With When Robins Appear, I had queried agents and had submitted to a few publishers, including Red Adept Publishing, my current publisher. It had been 4 months since I had submitted to them and they were actually no longer on my radar. But, ironically, I was at a writers’ conference (Writer Unboxed Unconference) in Salem, MA, when I got “the call.” A dear friend was with me, which made it even more special. It was difficult to concentrate for the rest of the conference. The moral of the story is, it takes time, and you have to be patient. Publishing, as it’s typically depicted in movies and series, is more often than not, very misleading about the time it takes to write, to submit, and to be published. They often make it sound like it’s a matter of a few months. In reality, it’s usually more like a few years.
What are you working on now?
I’m actually working on 2 different projects. The first one is a rewrite of my first book. The rights revert back to me in January and I have big plans for that one. Can’t really go into details now, but I’m very excited about it. The other project is a new story that I love. It’s about a young Irish musician and an Austin college student and how their relationship alters their futures in bittersweet ways.
Is anything in your book based on real-life experiences?
Definitely. It might be as simple as a bit of dialogue that I either overheard, that I said, or was said to me. Maybe places I’ve been to. There are a couple of bits that I pulled from my daughter when she was little. I believe every author pulls from real life, whether it’s a philosophy, an attitude, a voice, a relationship, or an actual event.
Do you have a favorite chapter or scene?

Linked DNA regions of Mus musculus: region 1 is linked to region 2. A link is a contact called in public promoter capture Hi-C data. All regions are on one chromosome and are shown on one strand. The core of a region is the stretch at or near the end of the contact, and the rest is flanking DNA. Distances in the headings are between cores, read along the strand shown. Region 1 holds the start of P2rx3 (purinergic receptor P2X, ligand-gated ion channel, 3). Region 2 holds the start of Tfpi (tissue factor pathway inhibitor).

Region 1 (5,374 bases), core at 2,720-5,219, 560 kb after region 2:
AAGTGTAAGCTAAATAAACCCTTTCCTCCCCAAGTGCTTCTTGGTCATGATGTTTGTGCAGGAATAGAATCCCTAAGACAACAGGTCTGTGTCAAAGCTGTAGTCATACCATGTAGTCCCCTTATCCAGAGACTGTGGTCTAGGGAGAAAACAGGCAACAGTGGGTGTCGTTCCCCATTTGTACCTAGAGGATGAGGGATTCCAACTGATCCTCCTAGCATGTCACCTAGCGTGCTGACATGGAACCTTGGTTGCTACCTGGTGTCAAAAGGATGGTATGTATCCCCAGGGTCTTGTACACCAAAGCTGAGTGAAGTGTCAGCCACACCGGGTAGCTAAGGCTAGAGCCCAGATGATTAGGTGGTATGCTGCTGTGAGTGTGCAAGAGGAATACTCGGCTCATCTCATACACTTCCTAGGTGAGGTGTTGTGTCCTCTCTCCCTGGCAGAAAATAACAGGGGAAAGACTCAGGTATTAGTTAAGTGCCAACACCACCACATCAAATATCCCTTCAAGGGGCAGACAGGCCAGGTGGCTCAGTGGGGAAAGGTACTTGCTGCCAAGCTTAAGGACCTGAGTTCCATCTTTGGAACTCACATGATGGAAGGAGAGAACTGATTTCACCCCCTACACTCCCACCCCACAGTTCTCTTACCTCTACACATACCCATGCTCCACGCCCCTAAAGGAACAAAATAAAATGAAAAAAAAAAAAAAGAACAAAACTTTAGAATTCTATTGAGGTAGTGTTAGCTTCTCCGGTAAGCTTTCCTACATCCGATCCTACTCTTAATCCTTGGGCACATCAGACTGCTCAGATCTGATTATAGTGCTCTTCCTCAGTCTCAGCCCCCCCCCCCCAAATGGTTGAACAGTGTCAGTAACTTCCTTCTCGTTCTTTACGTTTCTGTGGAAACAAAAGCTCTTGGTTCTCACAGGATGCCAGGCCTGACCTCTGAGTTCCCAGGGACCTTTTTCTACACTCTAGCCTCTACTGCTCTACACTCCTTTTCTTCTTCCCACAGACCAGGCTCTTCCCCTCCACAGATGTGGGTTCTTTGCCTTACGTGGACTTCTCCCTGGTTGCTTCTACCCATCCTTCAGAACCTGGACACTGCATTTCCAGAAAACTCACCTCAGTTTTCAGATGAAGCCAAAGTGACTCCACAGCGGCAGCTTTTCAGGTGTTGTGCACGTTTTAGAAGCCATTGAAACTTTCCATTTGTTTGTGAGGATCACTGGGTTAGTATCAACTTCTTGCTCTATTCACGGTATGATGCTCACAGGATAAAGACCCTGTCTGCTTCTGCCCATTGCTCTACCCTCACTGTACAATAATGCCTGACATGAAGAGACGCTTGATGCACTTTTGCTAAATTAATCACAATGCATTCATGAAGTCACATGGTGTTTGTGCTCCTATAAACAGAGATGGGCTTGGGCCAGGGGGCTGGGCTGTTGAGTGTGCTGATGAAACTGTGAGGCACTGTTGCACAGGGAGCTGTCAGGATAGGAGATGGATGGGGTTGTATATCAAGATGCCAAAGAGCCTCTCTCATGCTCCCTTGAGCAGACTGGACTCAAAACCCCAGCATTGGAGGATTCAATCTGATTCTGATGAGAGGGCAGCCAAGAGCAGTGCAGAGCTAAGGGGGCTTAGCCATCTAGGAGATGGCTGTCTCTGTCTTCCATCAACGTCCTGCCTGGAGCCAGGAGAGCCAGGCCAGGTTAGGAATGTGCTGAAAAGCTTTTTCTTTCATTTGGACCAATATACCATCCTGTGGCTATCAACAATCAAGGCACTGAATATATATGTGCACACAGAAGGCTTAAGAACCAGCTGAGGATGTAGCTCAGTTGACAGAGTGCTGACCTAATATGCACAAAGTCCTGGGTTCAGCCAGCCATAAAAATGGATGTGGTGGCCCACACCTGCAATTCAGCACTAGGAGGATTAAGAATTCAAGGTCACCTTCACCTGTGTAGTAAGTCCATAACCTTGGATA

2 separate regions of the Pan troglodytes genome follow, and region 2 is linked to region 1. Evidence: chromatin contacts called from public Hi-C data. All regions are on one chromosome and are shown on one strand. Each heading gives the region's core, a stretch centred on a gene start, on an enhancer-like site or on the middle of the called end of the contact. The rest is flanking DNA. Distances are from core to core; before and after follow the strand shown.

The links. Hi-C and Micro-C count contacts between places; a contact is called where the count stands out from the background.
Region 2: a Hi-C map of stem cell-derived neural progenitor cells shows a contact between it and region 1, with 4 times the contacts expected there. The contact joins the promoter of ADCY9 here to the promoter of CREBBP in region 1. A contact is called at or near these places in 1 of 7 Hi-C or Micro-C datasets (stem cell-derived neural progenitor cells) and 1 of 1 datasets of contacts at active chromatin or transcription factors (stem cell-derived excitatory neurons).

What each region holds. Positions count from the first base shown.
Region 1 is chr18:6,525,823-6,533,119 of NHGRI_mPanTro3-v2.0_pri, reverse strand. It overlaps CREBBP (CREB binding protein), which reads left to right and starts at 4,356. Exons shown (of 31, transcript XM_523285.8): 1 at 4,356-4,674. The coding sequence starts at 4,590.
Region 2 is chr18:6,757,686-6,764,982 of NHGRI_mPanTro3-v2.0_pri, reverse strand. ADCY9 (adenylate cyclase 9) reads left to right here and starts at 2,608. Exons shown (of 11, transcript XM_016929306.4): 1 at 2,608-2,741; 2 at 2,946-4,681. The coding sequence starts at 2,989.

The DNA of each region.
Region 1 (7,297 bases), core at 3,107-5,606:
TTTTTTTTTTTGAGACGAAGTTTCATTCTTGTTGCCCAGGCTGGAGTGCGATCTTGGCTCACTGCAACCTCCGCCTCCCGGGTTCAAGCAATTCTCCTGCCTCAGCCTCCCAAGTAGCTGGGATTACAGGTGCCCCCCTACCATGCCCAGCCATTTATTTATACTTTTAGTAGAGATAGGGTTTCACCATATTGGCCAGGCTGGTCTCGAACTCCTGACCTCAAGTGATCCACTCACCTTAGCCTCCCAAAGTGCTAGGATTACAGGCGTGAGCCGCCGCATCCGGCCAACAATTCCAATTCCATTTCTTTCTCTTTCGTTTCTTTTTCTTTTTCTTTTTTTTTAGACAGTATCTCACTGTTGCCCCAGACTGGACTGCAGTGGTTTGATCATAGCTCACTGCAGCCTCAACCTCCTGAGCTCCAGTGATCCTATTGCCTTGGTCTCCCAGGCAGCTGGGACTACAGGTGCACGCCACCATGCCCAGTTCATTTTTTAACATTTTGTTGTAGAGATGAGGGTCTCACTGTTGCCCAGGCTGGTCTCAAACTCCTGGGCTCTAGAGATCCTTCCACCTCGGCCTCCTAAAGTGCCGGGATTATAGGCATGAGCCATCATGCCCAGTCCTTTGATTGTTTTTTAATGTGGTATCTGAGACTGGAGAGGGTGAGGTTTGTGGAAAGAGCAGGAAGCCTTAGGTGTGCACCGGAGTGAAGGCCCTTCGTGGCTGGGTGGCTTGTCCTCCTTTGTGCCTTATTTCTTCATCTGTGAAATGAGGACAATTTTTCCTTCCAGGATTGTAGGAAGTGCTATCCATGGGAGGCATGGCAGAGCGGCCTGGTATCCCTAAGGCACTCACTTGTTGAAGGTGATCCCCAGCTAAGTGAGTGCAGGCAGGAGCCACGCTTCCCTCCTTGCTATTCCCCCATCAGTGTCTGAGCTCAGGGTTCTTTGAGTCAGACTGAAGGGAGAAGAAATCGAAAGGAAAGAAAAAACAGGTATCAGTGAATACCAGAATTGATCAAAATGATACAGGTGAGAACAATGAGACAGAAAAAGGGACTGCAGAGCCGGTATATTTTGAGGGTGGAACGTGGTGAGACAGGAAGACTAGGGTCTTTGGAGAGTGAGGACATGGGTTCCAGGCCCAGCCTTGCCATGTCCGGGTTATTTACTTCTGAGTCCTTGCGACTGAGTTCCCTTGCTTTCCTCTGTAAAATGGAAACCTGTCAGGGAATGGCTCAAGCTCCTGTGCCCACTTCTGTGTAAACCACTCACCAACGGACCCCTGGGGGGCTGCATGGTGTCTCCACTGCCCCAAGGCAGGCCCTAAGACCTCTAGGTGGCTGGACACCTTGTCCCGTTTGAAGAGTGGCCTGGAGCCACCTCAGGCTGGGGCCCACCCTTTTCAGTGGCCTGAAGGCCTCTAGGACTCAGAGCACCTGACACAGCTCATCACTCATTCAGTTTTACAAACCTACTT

The ending. I can’t give it away, but readers have said it was unexpected, yet “just right.” It’s emotional, but I’ve been told it hits the right notes.
Do you have a favorite character?
Deb, the mom. I injected a lot of my feelings about my daughter and our relationship into her, which made it very emotional for me to write.
What was the most unique research you had to do for a book?
I had to watch some videos of skateboarders and check out the lingo. I hung out for a while at a skate park in Santa Barbara, California. Not sure what those boys thought of my presence. And there are medical issues in the story, so I was able to get a specialist to speak with me. He didn’t know me before, so I felt really grateful that he took the time out of his busy schedule to talk with me.
Do you have any advice for aspiring writers?
Probably nothing that hasn’t been said before, but you have to have the patience of a saint, the skin of an armadillo, and the ability to curl up in a protective ball when it gets to be too much. You will face rejection and you will get discouraged. But the key is to stick with it. Getting published is a marathon, not a sprint. You have to accept that you’re in it for the long haul.
What are the downfalls of your writing career? The best parts?
The downfalls, if you can call it that, are the time it takes to complete a book and accepting how difficult it is for your story to stand out among all the millions of books out there. The best part, for me, is the amazing community of writers and authors, who are so open and willing to share everything they know with the wider community. It’s truly a feeling of “we’re all in this together.” I’ve made some amazing friends, both online and in person.
Favorite band or music? Favorite book and/or movie?
My playlist on Spotify is titled “Hodgepodge,” so that gives you an idea of my eclectic tastes in music. But I have a real soft spot for Hozier—not a band, but a singer. If you’re not familiar with him, check him out. His voice gives me chills, especially when he sings acappella. Favorite movie? That’s like asking me for my favorite book. Can’t be done. If you were to ask which movie I’ve watched the most, my guess would be “When Harry Met Sally.”
Place you’d like to travel?
When we’re able to travel again, I’d love to go to Budapest, Ireland, Sweden. I’m dying to spend the night in the Gladstone Library in the Welch village of Hawarden (population 1,887). Not only is it a historic library, there’s a section that serves as a “residential library”—sort of a book-themed bed and breakfast. My daughter and I have talked about going.
Is there anything you’d like to say to your readers and fans?
If you read a book and enjoy it—any book, not just my book—leave a review on Amazon and Goodreads. It helps authors so, so much. It’s easy to forget. I forget sometimes myself. But reviews make an author’s world go around!